Strings: double versus single quotes
On 24/05/20 8:41 PM, Frank Millman wrote:
> On 2020-05-24 9:58 AM, DL Neil via Python-list wrote:
>> On 24/05/20 5:43 PM, Frank Millman wrote:
>>> On 2020-05-23 9:45 PM, DL Neil via Python-list wrote:
>>>> My habit with SQL queries is to separate them from other code, cf
>>>> the usual illustration of having them 'buried' within the code,
>>>> immediately before, or even part of, the query call.
>>> I like that idea, as I find that I am embedding more and more SQL in
>>> my code.
>>> How do you handle parameters? Do you leave placeholders ('?' or '%s')
>>> in the query, and leave it to the 'importer' of the query to figure
>>> out what is required?
>> Yes. Most "connector" software includes a feature which auto-magically
>> escapes all variable-data - a valuable safety feature!
>> I've been experimenting by going further and providing app.devs with
>> functions/methods, a mini-API if you will. Given that many?most don't
>> like having to deal with SQL, the extra 'insulation' boosts my
>> personal popularity...
>> (and I need as much of that as I can get!)
> Ok. I will have to give it some thought.
> I generate most of my SQL dynamically, constructing the query
> programmatically using the meta-data in my system.
> But now I am constructing some more complex queries, which I can't
> generate automatically yet. I am hoping that a pattern emerges which I
> can use to automate them, but for now I am doing it by hand.
> There are a number of parameters required, and it will not be obvious at
> first sight what values are required. If I am going to keep the queries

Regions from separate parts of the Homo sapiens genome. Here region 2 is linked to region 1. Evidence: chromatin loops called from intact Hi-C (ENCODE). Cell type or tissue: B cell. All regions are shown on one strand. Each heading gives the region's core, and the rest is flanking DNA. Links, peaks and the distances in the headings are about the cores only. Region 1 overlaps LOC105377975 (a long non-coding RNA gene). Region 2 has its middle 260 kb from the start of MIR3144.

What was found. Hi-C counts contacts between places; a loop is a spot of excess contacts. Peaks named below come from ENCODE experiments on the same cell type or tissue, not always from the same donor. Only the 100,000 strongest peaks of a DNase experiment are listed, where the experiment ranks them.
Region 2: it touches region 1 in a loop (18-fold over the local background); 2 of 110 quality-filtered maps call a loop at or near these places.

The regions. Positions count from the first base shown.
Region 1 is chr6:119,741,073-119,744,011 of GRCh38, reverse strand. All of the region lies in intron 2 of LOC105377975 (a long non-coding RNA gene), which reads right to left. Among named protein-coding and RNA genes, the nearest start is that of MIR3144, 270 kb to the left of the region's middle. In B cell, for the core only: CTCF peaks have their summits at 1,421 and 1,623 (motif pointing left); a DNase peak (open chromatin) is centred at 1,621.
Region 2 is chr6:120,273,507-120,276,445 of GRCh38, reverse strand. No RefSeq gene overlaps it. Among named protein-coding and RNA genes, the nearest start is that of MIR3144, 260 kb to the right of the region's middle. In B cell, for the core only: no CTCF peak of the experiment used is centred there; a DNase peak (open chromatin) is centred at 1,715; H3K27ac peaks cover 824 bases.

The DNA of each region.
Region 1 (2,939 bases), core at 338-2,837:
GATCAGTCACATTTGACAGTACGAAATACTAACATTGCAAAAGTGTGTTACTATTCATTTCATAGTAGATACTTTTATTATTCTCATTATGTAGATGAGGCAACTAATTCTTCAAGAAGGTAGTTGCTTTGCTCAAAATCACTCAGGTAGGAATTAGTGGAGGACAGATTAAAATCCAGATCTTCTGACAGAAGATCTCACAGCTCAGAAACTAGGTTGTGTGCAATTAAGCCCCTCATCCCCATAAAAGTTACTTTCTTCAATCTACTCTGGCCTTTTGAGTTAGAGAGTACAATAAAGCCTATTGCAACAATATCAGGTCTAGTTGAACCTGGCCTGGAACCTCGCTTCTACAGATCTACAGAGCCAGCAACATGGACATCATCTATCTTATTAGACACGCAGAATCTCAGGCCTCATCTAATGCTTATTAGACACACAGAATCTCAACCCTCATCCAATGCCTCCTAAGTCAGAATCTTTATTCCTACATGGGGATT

> in a separate module, I think that I will have to provide some sort of
> accompanying documentation with each query explaining what the required
> parameters are.
> Thinking aloud, I may set up a separate module for the queries, but make
> each one a 'function', which specifies what data is required. The caller
> calls the function with the data as an argument, and the function uses
> it to build the parameter list and returns the SQL along with the
> parameters. The function can also contain documentation explaining how
> the query works.
> As you say, this has the benefit of separating the SQL from the Python
> code, so I will definitely pursue this idea.
We have been talking (slightly OT for thread - apologies) about the
narrow sub-objectives of transferring data between a Python application
and an RDBMS. May I advise consideration of the wider specification?
For example, one may find it helpful to use a library/abstraction such
as SQLAlchemy. Such facilitates transaction data being taken directly
from/returned to a Python class! Whereas this discussion (above) only
returns raw data-items, thus necessitating the application programmers
coding an appropriate 'getter' to provide data to the RDBMS
interface-functions, and/or a 'setter' to absorb query-results into the
Of course, there are plenty of applications where one might eschew such
advantages, eg a simple interface, and at the other end of the scale: if
the data were to be formatted into a pandas data-frame.
Horses for courses!